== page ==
At least 3,330 people were killed during March, and another 929 were wounded. These figures are a very conservative estimate of the casualties occurring in Iraq. The true figures could be hundreds or even thousands higher. The government has refused to give any honest figures; however, there is evidence that the numbers are being underreported.
According to news reports, at least 1,126 civilians, 104 security personnel, three Kurdistan Workers Party (P.K.K.) guerrillas, and 2,097 militants were killed during March. Another 798 civilians, 82 security personnel, and 49 militants were reported wounded. The figures add up to 3,330 killed and 929 wounded. During February, at least 2,748 people were killed and 1,224 were wounded in the conflict.
These estimates are unsurprisingly low, with the possible exception of Islamic State fatalities. Because there is little to no independent reporting from behind enemies, it is unclear if these figures are valid. The Iraqi government could be elevating the number of militant fatalities for propaganda purposes. Or, the numbers may be accurate, but the dead may include civilians, such as militant wives and children.
It is clear, however, that Baghdad is underreporting civilian and military casualties. In recent days, U.S. General Joseph Votel revealed that 284 Iraqi troops were killed and over 1,600 wounded in western Mosul operations. Eastern Mosul fighting before that left 490 personnel dead and 3,000 wounded. A number of Iranian soldiers, possibly in the hundreds, have also been killed in Iraq. These figures are not included in the totals listed above, because it is unclear how many occurred in March.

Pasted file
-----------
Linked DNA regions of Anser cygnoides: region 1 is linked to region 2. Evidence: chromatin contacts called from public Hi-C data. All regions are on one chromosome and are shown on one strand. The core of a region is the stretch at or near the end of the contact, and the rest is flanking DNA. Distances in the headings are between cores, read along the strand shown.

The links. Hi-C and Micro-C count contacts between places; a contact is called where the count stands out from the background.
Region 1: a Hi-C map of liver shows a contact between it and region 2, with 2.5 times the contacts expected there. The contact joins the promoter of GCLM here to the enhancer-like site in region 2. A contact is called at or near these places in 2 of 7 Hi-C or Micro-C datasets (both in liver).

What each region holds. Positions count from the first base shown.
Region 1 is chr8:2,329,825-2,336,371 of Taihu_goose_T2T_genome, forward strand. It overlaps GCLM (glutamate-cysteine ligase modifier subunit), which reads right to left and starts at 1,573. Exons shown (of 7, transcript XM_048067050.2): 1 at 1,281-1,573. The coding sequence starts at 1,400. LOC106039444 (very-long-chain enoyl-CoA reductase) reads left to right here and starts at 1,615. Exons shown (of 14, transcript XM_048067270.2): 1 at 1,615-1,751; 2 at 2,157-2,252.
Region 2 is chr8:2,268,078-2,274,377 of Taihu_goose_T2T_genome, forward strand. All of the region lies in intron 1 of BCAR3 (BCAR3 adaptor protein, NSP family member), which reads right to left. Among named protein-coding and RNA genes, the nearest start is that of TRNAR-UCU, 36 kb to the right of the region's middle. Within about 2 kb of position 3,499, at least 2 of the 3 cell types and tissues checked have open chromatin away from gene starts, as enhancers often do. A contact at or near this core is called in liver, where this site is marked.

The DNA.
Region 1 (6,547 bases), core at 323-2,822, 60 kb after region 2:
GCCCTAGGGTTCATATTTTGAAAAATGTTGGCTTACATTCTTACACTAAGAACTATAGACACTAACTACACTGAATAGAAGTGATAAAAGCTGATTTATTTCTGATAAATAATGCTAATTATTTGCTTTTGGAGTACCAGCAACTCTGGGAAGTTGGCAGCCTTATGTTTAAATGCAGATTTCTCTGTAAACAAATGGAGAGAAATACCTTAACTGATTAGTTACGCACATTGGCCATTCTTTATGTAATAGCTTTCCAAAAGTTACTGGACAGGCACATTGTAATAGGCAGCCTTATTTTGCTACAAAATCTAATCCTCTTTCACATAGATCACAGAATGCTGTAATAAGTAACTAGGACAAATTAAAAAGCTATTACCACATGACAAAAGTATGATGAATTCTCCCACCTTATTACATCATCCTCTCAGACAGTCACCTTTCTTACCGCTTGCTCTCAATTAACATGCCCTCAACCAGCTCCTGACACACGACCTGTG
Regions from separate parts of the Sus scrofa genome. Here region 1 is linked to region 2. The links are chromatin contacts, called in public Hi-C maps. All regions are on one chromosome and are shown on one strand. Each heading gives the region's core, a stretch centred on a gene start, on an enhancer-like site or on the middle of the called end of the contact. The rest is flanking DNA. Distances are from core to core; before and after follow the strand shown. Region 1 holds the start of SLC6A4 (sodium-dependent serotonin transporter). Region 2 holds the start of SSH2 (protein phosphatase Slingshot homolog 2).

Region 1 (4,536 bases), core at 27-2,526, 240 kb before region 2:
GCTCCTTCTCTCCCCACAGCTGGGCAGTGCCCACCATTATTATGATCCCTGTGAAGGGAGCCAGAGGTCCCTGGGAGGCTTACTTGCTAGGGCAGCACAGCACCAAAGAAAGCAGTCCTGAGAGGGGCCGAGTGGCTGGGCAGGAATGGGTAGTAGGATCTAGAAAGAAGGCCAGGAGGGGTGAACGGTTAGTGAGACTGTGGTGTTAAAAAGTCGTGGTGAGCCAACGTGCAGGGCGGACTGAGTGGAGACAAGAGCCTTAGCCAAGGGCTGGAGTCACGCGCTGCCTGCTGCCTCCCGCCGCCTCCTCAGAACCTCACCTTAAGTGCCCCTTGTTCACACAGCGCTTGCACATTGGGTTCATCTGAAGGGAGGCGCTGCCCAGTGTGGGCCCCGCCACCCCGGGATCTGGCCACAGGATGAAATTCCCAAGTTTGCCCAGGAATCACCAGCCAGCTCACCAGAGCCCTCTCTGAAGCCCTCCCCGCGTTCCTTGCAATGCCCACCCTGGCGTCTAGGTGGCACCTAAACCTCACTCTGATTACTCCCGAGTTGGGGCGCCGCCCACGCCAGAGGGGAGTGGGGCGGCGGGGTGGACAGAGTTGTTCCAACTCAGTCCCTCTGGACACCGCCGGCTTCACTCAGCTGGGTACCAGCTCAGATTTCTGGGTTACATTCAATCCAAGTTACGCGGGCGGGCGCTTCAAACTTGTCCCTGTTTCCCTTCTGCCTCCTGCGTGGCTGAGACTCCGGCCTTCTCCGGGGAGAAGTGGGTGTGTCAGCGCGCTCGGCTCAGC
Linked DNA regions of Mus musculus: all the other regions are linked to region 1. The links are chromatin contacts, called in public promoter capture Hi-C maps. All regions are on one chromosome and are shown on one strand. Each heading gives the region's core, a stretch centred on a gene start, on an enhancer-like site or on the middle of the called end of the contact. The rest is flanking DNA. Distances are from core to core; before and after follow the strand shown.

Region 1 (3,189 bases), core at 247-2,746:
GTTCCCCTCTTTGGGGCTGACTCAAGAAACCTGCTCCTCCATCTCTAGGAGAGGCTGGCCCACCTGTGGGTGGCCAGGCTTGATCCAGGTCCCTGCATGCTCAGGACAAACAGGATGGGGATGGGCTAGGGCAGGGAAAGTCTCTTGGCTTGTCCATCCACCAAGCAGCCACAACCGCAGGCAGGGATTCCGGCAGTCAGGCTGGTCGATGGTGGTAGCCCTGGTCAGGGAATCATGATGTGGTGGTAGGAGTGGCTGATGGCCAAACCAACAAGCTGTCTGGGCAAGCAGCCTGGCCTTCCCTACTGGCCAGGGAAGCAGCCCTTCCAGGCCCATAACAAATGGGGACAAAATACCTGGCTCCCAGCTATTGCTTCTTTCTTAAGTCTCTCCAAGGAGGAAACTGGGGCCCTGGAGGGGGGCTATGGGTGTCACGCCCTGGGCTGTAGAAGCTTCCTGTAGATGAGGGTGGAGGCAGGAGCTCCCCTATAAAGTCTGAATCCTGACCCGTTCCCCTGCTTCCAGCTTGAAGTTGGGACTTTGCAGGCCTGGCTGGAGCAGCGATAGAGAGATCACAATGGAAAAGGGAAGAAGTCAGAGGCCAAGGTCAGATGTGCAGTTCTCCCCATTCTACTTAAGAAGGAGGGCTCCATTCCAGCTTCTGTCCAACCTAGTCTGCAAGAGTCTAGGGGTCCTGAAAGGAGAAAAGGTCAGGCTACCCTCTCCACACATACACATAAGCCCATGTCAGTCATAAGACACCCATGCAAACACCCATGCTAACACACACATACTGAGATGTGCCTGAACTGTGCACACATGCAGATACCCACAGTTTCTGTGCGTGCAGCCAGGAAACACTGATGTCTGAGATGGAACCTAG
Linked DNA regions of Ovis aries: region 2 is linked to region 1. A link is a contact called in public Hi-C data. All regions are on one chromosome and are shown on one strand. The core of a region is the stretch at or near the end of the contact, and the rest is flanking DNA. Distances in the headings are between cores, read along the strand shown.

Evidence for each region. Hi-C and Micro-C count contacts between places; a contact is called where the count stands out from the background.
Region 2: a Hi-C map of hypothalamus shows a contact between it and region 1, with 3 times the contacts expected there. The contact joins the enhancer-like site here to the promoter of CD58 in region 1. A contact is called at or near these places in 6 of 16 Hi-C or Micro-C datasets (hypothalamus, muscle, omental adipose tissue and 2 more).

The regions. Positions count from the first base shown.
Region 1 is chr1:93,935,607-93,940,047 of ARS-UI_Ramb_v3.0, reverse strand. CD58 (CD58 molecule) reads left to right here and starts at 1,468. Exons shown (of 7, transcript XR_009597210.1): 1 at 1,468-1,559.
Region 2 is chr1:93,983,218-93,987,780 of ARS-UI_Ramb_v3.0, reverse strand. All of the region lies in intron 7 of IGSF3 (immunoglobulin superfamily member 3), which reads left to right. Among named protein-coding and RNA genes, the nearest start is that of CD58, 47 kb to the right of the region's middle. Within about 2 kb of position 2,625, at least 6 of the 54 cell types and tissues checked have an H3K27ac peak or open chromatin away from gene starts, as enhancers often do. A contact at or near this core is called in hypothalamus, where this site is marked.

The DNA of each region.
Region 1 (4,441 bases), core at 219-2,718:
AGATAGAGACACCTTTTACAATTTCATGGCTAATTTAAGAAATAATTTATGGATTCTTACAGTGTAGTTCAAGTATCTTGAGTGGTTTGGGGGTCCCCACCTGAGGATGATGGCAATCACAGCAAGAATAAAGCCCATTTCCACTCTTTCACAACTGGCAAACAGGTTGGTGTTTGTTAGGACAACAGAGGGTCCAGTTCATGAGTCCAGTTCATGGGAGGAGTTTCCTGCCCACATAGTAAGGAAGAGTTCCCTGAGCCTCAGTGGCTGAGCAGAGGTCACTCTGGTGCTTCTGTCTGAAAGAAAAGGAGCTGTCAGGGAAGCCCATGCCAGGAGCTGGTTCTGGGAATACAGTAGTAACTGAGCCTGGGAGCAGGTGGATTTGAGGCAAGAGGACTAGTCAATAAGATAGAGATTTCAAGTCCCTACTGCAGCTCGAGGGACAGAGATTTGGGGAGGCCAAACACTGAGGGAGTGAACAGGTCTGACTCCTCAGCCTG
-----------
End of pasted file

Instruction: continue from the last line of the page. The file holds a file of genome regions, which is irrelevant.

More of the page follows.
Earlier in the month, the White House said that civilian casualty estimates of 3,500 dead in western Mosul operations alone were credible. This figure was released before a controversial airstrike that left scores of civilians dead. Médecins Sans Frontières said their organization has treated over 1,500 civilians for combat-related injuries in the last two months. MSF is not the only group offering these services. Many civilians have been treated by the Iraqi Army and even sent to hospitals in Kurdistan, meaning that the true figure is likely much higher. These casualties are also not included in the monthly tally, so the count must be considered a baseline.
At least 20 were killed and three were wounded in recent violence:
An unknown assailant killed a militant preacher in Tal Afar. Militants then killed two people in retaliation.
In Mosul, two journalists were shot and injured. An airstrike killed three militant leaders.
An airstrike near Riyadh killed six militants.
Five militants were killed in Qaim.
In Hammam al-Alil, two suicide bombers were killed.
Security personnel killed a militant media chief in Baaj.